False Alarm: Contractor triggers Oahu sirens - Hawaii News Now - KGMB and KHNL

False Alarm: Contractor triggers Oahu sirens

Civil Defense system engineer Tom Simon Civil Defense system engineer Tom Simon
State Civil Defense Vice Director Doug Mayne State Civil Defense Vice Director Doug Mayne

HONOLULU (HawaiiNewsNow) - You expect to hear them around noon on the first working day of the month. But early Thursday morning emergency sirens sounded.

"It was almost painfully loud," Waikiki resident Eric Baese said.

The rude awakening at 5:25 a.m. was a false alarm.

"I think the whole neighborhood was jolted," Kaimuki resident Nita Prigian said.

State Civil Defense said eight outdoor sirens were triggered by mistake.

"Two of them were in Waimanalo," Civil Defense system engineer Tom Simon said.

The others are in Diamond Head, Kamiloiki, Makiki, McCully and Moanalua Valley. The source of the wayward wail was 3,800 miles away at the Nebraska company called Federal Signal Corp. It's upgrading Hawaii's outdoor siren system.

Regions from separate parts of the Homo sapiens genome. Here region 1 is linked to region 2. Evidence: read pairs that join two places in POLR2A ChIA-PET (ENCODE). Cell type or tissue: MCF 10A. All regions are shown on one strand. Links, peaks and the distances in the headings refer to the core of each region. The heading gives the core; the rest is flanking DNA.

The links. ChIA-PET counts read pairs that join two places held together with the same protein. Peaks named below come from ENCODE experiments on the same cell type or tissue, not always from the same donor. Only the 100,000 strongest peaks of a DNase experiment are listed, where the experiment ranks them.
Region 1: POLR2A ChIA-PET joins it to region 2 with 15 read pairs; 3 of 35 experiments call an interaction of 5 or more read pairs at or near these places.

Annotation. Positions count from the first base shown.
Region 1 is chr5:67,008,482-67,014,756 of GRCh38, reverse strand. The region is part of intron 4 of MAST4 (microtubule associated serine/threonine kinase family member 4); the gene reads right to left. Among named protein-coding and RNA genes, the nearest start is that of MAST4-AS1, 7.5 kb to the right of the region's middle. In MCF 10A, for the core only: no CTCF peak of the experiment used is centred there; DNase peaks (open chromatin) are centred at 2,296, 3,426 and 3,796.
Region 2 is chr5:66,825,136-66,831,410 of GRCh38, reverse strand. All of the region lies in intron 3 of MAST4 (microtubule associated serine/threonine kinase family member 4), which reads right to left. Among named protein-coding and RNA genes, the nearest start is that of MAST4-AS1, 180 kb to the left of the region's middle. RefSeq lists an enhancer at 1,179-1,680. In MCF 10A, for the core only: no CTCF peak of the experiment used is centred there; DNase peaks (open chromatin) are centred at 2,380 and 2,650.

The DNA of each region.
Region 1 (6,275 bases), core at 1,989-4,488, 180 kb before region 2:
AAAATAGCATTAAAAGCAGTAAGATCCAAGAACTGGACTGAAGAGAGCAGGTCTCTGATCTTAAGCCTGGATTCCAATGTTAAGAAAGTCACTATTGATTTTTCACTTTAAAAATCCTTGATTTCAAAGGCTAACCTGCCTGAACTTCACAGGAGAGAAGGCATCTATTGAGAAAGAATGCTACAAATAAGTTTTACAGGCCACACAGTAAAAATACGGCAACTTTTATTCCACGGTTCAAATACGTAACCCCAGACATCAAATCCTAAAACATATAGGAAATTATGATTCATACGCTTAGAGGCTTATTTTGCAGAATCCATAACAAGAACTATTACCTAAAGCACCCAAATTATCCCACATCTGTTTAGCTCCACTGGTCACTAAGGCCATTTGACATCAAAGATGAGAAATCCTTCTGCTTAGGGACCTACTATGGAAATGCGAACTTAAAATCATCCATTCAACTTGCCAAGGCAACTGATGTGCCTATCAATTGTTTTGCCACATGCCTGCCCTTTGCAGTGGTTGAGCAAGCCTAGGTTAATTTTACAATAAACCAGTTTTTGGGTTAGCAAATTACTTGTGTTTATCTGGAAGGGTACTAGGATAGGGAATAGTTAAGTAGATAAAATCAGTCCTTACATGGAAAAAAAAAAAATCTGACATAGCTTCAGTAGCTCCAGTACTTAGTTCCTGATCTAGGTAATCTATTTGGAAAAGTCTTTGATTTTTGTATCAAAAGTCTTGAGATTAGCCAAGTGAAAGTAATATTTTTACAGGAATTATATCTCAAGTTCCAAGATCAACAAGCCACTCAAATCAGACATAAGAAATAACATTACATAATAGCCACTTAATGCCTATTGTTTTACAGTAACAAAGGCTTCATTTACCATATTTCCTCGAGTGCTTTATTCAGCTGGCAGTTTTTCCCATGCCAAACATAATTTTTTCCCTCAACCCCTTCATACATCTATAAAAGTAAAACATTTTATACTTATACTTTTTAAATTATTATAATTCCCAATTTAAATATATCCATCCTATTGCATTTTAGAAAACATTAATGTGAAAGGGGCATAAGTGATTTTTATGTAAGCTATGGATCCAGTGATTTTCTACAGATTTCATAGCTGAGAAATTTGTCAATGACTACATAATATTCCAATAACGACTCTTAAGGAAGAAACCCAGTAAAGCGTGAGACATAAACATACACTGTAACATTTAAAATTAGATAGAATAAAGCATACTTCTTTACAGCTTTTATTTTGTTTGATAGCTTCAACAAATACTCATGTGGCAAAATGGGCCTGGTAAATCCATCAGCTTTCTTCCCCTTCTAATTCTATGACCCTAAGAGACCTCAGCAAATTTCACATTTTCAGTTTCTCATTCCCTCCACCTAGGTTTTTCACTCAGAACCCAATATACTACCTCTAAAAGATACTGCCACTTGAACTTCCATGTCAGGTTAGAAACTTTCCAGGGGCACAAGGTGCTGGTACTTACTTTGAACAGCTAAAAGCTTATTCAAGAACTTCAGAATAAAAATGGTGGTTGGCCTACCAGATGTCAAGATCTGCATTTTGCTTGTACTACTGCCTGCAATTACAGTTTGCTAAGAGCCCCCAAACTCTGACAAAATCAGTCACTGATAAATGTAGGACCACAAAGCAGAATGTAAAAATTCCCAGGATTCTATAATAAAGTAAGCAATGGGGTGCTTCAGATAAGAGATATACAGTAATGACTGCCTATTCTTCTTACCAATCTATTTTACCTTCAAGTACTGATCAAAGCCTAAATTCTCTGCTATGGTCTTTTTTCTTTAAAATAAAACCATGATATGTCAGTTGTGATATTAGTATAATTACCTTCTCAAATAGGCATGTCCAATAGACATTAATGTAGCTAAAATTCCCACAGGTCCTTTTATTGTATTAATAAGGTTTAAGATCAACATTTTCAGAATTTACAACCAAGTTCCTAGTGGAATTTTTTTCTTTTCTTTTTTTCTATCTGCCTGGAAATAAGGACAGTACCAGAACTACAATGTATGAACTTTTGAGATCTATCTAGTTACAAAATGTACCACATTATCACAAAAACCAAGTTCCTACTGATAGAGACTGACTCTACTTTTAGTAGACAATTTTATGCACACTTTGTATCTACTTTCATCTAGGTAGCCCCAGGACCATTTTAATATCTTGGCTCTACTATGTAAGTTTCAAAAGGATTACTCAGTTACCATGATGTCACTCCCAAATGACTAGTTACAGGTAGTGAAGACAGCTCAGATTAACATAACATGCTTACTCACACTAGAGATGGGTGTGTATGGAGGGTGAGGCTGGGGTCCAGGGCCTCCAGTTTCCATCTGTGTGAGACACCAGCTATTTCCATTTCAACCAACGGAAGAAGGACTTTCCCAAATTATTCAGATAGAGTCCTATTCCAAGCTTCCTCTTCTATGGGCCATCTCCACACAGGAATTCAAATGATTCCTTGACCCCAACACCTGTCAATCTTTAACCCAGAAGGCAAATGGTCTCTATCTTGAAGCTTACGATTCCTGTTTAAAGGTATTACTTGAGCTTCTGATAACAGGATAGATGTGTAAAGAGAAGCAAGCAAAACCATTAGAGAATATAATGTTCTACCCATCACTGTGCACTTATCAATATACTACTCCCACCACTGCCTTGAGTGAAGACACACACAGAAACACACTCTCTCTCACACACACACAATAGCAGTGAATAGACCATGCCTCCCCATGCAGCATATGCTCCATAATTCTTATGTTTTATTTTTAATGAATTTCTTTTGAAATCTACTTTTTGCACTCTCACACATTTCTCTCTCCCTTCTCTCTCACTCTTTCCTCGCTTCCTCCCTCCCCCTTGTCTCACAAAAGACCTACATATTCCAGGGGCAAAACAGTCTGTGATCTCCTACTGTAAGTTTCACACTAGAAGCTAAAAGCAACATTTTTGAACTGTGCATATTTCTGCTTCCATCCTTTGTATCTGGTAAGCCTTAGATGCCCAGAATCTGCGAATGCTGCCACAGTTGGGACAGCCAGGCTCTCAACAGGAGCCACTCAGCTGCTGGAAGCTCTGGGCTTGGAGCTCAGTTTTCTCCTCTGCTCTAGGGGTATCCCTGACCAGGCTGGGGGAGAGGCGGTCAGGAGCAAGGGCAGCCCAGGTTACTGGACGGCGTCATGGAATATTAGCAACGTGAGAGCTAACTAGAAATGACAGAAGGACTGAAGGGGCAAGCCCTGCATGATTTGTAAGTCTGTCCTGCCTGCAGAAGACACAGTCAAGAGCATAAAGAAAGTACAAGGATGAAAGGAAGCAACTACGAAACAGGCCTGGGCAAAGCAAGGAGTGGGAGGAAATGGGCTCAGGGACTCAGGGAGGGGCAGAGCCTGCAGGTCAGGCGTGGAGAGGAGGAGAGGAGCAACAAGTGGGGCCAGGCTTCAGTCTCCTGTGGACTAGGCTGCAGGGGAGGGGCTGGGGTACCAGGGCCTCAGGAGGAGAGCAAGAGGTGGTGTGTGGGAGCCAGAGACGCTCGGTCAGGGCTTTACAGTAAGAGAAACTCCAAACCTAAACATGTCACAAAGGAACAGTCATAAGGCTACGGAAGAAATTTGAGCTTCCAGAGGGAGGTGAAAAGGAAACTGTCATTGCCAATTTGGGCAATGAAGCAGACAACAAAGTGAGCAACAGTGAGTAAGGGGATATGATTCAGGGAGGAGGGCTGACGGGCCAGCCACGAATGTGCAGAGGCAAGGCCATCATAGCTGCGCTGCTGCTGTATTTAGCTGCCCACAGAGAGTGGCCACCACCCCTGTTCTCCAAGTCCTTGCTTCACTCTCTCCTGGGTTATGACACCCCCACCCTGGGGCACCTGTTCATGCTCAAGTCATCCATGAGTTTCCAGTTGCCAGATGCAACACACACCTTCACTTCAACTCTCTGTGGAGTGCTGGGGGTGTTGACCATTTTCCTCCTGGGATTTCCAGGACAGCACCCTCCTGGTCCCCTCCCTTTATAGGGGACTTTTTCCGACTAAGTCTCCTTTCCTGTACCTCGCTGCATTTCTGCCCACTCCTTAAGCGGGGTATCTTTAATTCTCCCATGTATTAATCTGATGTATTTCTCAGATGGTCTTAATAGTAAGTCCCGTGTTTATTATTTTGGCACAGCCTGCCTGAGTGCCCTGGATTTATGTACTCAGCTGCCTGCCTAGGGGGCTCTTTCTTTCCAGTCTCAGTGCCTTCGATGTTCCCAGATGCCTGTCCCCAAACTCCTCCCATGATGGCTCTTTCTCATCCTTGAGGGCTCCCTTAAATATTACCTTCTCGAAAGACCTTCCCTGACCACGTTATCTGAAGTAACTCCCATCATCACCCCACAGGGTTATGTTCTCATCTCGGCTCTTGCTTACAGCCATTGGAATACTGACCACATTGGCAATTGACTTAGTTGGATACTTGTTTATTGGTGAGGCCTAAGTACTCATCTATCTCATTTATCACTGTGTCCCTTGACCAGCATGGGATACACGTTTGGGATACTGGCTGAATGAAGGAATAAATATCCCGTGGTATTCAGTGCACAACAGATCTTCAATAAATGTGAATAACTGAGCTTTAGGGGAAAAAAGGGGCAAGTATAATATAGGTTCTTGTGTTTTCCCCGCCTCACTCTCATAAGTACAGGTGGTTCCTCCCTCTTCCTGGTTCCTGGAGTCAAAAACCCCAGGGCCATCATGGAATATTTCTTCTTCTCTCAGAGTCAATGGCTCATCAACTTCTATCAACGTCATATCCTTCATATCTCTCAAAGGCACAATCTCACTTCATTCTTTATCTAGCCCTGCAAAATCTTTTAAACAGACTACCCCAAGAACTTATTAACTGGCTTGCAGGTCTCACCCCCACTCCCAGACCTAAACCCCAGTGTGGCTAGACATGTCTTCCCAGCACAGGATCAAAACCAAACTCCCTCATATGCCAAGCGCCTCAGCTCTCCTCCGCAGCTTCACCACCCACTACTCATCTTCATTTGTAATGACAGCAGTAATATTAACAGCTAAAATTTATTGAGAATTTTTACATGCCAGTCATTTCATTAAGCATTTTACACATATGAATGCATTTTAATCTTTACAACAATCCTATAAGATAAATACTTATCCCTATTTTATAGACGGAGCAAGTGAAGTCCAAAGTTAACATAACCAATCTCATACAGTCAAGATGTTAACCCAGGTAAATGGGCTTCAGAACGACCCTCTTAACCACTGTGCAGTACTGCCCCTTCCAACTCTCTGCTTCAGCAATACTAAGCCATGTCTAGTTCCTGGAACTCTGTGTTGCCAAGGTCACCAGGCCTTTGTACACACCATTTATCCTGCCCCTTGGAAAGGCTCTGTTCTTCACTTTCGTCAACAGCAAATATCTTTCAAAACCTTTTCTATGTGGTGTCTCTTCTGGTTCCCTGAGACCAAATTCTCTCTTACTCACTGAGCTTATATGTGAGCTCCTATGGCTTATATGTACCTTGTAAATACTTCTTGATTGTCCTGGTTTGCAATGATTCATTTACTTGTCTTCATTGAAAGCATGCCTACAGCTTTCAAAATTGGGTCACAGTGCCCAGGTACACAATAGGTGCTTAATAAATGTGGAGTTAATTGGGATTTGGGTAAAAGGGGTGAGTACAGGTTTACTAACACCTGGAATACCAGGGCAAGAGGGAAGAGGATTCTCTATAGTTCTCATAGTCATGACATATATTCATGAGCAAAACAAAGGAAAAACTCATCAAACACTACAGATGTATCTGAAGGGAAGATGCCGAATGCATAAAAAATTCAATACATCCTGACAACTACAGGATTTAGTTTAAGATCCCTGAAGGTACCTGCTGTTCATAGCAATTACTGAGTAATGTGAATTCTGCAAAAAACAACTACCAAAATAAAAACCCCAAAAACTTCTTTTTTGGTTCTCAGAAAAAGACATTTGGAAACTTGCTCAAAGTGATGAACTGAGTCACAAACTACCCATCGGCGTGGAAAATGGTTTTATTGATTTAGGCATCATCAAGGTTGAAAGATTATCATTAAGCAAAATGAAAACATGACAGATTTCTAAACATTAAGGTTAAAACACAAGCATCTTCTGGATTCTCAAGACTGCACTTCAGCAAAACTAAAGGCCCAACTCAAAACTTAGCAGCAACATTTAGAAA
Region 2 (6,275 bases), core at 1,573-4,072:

"We had asked them to conduct some testing yesterday, which they had done. But upon conclusion of the testing they neglected to take these sirens out of their testing program," State Civil Defense Vice Director Doug Mayne said.

When the company ran a test for another state, Oahu's sirens turned on. Not just one blast, but a series that had people confused.

"It quit. Then it came back on. Then it quit. About three times it came on," said Kaimuki resident John Kokubun.

Mayne said Honolulu police determined no emergency and shut off the sirens. But the program was still on.

"The test system was still running in the background, so it would turn it back on again. HPD would turn them off, and it would turn on again," he said.

The company finally figured out what was happening and hit the off switch.

People we spoke with did the right thing, tuning in to radio and TV to get the scoop.

"This is a cry wolf experience," Prigian said. "Next time might not be an accident."

Civil Defense apologizes for the inconvenience.  Mayne said there is a silver lining.

"We know it can be triggered from the mainland," he said. "And we know that the systems that turn them off work."

Federal Signal said it has instituted protocols to keep the siren malfunction from happening again.

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